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What is the Past tense of Forget?

Past Tense of Forget “Forget” is a very useful word in English, especially for learners who want to express a failure in memory when it comes to vocabulary or grammar.

It can come in handy when trying to explain why something is taking longer than expected to remember something.

As we have just mentioned, “forget” is a verb that refers to a failure of memory when it is accidental, and also a deliberate action of removing certain thoughts from one’s mind.

The past tense of “forget” is “forgot” and the past participle is “forgotten”.

What is the past tense of Forget

What is the past tense of “forget”?

Forget (verb):

(1) To fail to remember something (involuntarily)

(2) To deliberately try to remove information from one’s mind  

  • Infinitive                     to forget
  • Simple Past                forgot
  • Past Participle            forgotten

Conjugation Table for “Forget”

Example Sentences

(1) To fail to remember something (involuntarily)  

  • I forgot to bring my umbrella and now it’s raining!
  • He felt like he was forgetting something, but couldn’t quite think what it was
  • We totally forgot about the meeting tomorrow!

  (2) To deliberately try to remove information from one’s mind  

  • Forget about that money you owe me, it’s not a problem
  • Don’t let bad memories stop you from being happy, just forget them; put them out of your mind
  • Forget your troubles with a nice, long vacation
What is the past tense of Forget

Focus: Past Tense of Forget

Everyone forgets things from time to time, which is why it’s such an important verb for English learners to master. Beyond using the term in its infinitive form, it’s critical that we learn about using it in its various past tense forms.

Below we have prepared example sentences that showcase how to use “forget” in different contexts in the past tense, including:  

  • Simple past
  • Present perfect
  • Past continuous
  • Past perfect

Simple Past

  • I forgot our wedding anniversary last year and my wife was furious
  • He’s quite sure that his boss forgot his name during the meeting, but can’t say anything
  • You forgot to submit two of the forms, so I’m afraid we can’t process your application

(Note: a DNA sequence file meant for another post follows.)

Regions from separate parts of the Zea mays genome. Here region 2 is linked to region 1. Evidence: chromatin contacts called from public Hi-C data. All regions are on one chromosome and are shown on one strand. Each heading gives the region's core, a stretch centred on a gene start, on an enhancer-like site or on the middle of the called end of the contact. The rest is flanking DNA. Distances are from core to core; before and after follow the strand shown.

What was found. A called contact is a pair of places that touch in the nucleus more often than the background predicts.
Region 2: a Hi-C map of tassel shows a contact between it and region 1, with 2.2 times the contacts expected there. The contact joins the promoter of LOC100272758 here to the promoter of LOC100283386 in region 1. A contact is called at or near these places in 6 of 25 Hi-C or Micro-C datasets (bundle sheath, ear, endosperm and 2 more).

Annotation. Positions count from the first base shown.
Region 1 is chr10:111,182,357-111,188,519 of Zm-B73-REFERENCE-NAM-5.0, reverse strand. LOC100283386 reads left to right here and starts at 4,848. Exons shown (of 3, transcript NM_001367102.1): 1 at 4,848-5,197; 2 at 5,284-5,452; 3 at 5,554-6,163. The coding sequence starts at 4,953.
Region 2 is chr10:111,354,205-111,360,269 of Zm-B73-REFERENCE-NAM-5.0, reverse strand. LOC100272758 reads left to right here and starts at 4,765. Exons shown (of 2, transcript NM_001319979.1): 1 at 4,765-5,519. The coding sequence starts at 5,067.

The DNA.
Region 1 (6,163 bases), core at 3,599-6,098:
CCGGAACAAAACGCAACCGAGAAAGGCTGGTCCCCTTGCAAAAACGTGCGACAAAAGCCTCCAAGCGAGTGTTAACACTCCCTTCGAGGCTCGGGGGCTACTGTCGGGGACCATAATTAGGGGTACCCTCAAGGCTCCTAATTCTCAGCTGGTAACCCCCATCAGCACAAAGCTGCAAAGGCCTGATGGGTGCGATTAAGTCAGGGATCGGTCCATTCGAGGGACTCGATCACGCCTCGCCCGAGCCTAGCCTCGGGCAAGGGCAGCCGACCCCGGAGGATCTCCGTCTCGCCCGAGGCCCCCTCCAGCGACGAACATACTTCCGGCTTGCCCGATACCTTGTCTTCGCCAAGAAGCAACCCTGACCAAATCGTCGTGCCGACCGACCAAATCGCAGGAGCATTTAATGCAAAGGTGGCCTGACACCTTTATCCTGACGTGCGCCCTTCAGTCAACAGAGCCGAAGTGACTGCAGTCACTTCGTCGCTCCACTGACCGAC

Present Perfect

  • As a society, we have forgotten too many of our national traditions
  • I have forgotten my purse, and have no way to pay for this! How embarrassing!
  • All of them have forgotten their ID cards, so we will have to cancel the trip

Past Continuous

  • We were forgetting how experienced we really were, which is why we struggled through that situation
  • Henry was always forgetting his gloves in the winter, so his mother sewed them into his jacket sleeves

Past Perfect

  • We had gotten halfway to the airport when we realized we had forgotten to lock the back door
  • I had forgotten all about that thing until you mentioned it just now

Understanding the Verb “Forget”

The verb “forget” traces its origins back to the Old English “forgietan”, meaning “to lose” (one’s grip on). It is used to express the lack of memory or remembrance about something or someone.

The term encompasses not just the involuntary act of not remembering but also the intentional act of trying to disregard or put something out of one’s mind.

Phrasal Verbs with “Forget”

  1. Forget about: To stop thinking about or considering something/someone.
    • Example: “Forget about the past; focus on the present.”
  2. Forget to: Overlook or neglect to do something.
    • Example: “I forgot to lock the door when I left.”
  3. Forget oneself: To behave in a manner that is not typical or acceptable, usually because of strong emotions.
    • Example: “He forgot himself and shouted at his boss.”

Nuances in Usage

  • Forgetting vs. Not Remembering: While “forgetting” often implies a loss of memory, “not remembering” is more neutral and doesn’t necessarily imply that the memory was once there.
  • Forget + Time Phrases: Often paired with time references to indicate duration.
    • Example: “I’ll never forget the day we first met.”

Common Mistakes

  1. Incorrect: I forget to call him yesterday. Correct: I forgot to call him yesterday.
  2. Incorrect: Don’t forget about to take your umbrella. Correct: Don’t forget to take your umbrella.
  3. Incorrect: I’m sorry, I forgot your name again. Note: While this is technically correct, it might come across as rude. A more polite option could be: “I’m sorry, could you remind me of your name?”

In Summary

Forget” is a commonly used verb in English, capturing the essence of lost memories, overlooked tasks, or intentional disregard. Its correct usage in varied contexts – from daily interactions to more formal settings – demonstrates a nuanced grasp of the language.

We also have a full list of irregular verbs from A – Z on the site which you can access from the link here.

You can check other past tense words and our past tense resources by clicking on the links in the table below and in the resource list below that.

Table 2: Table of Links for irregular Past Tense Verbs

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We also have articles and worksheets which we will link examples of below, and if you need more you can try the search box.

I have been a teacher of English for over 15 years, in that time i made hundreds and thousands of resources and learnt so much i think its worth sharing. Hopefully to help teachers and parents around the world.

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